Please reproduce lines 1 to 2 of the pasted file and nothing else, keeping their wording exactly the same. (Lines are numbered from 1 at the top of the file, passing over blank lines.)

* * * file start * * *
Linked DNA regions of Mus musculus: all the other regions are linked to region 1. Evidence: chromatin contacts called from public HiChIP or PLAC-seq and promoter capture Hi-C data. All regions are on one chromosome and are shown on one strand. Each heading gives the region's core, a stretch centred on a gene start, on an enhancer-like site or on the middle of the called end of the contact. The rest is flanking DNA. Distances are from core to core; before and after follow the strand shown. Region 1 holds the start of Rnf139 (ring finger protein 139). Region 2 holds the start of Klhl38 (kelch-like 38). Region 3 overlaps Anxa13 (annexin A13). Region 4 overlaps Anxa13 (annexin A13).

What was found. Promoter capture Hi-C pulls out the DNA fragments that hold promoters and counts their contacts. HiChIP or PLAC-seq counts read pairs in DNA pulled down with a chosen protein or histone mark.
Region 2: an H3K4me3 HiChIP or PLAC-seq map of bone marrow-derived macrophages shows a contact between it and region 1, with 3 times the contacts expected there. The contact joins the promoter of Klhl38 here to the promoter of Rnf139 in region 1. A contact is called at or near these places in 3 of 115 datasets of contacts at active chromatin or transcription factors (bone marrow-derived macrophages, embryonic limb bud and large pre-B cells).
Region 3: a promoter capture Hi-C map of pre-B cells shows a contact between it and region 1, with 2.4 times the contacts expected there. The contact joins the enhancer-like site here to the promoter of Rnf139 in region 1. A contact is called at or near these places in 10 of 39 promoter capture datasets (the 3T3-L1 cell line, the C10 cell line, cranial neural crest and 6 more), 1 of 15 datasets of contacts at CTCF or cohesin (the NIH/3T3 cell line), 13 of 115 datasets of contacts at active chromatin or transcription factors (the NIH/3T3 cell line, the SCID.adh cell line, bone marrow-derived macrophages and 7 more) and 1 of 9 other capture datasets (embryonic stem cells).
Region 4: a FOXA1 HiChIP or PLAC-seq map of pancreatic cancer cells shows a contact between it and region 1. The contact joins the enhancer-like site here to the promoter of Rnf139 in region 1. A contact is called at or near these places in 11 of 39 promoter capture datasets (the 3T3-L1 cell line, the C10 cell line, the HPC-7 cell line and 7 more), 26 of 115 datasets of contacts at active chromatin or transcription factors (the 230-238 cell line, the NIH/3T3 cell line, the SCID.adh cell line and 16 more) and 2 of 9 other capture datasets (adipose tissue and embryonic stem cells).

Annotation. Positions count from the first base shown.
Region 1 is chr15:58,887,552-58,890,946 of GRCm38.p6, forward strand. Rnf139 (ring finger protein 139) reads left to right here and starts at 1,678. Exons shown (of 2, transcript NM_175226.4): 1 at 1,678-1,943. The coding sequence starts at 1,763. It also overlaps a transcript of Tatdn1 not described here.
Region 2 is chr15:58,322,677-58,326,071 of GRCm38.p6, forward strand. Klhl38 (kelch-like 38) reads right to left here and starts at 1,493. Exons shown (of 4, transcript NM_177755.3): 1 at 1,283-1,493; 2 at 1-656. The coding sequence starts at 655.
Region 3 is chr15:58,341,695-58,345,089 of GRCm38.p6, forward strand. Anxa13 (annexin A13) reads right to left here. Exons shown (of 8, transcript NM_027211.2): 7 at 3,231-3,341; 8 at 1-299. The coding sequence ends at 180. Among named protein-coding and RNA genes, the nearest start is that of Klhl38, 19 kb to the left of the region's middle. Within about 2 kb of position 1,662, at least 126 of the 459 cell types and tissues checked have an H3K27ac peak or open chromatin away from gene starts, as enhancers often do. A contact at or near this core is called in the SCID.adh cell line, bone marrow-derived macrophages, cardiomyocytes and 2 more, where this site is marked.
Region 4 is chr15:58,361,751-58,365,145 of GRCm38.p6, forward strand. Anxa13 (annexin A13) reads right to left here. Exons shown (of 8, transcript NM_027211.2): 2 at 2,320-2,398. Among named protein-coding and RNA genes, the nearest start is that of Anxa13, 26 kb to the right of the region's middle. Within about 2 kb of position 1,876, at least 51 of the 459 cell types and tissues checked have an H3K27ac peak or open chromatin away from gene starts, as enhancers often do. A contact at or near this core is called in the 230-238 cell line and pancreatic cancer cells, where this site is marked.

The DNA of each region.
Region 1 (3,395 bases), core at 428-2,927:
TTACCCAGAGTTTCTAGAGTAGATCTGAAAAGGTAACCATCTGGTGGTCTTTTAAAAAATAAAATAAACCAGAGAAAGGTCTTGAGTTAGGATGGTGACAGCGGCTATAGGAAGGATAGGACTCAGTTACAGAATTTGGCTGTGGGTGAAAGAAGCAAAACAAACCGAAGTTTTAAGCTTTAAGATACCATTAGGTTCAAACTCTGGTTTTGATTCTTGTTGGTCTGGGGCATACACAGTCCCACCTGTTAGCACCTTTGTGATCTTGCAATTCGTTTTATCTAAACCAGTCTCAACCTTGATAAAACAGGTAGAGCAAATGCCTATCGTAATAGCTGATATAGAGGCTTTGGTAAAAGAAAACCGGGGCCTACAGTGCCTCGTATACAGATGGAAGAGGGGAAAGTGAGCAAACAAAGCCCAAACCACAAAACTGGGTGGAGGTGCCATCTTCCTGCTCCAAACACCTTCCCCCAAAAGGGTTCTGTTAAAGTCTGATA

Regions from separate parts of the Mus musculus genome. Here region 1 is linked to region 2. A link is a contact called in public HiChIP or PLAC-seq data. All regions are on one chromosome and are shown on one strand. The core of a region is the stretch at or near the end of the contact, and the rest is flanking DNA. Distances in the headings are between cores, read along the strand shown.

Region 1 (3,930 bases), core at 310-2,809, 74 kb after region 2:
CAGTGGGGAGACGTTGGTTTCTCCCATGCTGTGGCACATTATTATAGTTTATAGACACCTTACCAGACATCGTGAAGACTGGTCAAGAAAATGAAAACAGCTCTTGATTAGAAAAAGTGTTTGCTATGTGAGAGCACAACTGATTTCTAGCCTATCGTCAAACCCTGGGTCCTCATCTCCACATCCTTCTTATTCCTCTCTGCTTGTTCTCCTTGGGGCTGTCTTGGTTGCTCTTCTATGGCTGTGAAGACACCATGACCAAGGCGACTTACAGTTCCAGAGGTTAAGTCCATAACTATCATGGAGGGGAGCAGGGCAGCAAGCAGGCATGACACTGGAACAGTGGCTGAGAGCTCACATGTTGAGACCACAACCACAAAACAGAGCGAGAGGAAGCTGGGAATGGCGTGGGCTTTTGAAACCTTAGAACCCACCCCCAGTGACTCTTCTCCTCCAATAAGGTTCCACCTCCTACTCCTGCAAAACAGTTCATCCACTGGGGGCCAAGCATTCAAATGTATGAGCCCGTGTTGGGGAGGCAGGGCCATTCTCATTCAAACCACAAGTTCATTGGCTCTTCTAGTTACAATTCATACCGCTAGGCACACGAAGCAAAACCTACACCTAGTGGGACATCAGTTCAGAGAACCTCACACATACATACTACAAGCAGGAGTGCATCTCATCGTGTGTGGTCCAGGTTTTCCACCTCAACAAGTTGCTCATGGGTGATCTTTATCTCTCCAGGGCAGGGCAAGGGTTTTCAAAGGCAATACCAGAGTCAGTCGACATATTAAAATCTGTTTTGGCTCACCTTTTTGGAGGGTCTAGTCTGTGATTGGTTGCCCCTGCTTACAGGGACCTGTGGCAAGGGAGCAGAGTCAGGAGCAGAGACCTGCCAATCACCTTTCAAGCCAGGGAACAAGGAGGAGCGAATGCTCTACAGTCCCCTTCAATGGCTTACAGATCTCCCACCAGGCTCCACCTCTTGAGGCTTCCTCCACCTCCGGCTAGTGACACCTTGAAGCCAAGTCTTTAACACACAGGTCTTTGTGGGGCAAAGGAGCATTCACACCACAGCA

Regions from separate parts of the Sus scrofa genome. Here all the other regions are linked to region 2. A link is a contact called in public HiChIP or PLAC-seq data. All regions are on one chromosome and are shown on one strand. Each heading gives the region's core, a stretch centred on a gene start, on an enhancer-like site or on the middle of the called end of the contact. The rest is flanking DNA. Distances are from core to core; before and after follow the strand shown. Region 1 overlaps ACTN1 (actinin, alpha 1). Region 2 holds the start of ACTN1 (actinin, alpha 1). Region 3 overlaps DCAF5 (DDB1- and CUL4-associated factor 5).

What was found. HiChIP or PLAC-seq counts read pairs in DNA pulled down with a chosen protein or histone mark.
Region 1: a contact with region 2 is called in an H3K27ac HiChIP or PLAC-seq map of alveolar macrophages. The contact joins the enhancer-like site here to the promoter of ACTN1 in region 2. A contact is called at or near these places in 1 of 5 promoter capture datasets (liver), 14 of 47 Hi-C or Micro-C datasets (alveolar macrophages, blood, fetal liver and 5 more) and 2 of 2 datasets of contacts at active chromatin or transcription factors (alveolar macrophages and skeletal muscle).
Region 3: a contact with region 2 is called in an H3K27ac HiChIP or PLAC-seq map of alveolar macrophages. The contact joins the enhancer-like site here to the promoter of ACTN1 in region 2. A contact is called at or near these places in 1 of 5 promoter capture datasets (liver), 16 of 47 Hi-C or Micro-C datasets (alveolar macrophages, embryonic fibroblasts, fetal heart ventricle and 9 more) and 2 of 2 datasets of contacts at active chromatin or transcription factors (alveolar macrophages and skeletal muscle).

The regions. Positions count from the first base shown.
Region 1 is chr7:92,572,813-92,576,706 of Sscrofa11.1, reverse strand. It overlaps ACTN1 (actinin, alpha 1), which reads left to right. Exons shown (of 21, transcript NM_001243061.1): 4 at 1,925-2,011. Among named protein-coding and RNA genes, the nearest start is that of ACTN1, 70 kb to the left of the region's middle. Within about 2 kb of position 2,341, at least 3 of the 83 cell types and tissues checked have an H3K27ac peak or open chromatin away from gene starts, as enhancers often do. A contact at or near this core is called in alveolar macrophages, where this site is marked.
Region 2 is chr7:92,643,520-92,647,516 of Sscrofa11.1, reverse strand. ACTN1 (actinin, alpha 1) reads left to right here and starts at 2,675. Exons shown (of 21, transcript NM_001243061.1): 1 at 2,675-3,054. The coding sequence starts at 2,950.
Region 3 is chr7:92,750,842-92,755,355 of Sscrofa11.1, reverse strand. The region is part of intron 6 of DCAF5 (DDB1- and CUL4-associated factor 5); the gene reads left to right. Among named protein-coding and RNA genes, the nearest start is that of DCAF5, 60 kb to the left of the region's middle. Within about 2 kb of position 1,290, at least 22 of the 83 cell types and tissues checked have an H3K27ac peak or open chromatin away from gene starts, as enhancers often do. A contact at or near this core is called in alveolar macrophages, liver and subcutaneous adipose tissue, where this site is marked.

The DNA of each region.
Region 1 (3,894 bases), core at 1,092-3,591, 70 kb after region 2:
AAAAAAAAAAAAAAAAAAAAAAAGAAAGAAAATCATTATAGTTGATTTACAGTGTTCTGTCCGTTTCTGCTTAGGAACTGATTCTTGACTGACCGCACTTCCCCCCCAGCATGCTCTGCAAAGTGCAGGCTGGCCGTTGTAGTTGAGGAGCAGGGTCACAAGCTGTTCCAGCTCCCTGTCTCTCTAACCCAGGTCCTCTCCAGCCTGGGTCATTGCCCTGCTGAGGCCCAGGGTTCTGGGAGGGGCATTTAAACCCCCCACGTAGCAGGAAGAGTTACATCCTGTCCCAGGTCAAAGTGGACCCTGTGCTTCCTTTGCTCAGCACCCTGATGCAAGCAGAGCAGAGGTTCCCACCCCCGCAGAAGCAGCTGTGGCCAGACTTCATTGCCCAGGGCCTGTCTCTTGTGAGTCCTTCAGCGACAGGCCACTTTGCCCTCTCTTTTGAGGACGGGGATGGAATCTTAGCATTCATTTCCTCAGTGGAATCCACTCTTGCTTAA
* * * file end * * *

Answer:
Linked DNA regions of Mus musculus: all the other regions are linked to region 1. Evidence: chromatin contacts called from public HiChIP or PLAC-seq and promoter capture Hi-C data. All regions are on one chromosome and are shown on one strand. Each heading gives the region's core, a stretch centred on a gene start, on an enhancer-like site or on the middle of the called end of the contact. The rest is flanking DNA. Distances are from core to core; before and after follow the strand shown. Region 1 holds the start of Rnf139 (ring finger protein 139). Region 2 holds the start of Klhl38 (kelch-like 38). Region 3 overlaps Anxa13 (annexin A13). Region 4 overlaps Anxa13 (annexin A13).

What was found. Promoter capture Hi-C pulls out the DNA fragments that hold promoters and counts their contacts. HiChIP or PLAC-seq counts read pairs in DNA pulled down with a chosen protein or histone mark.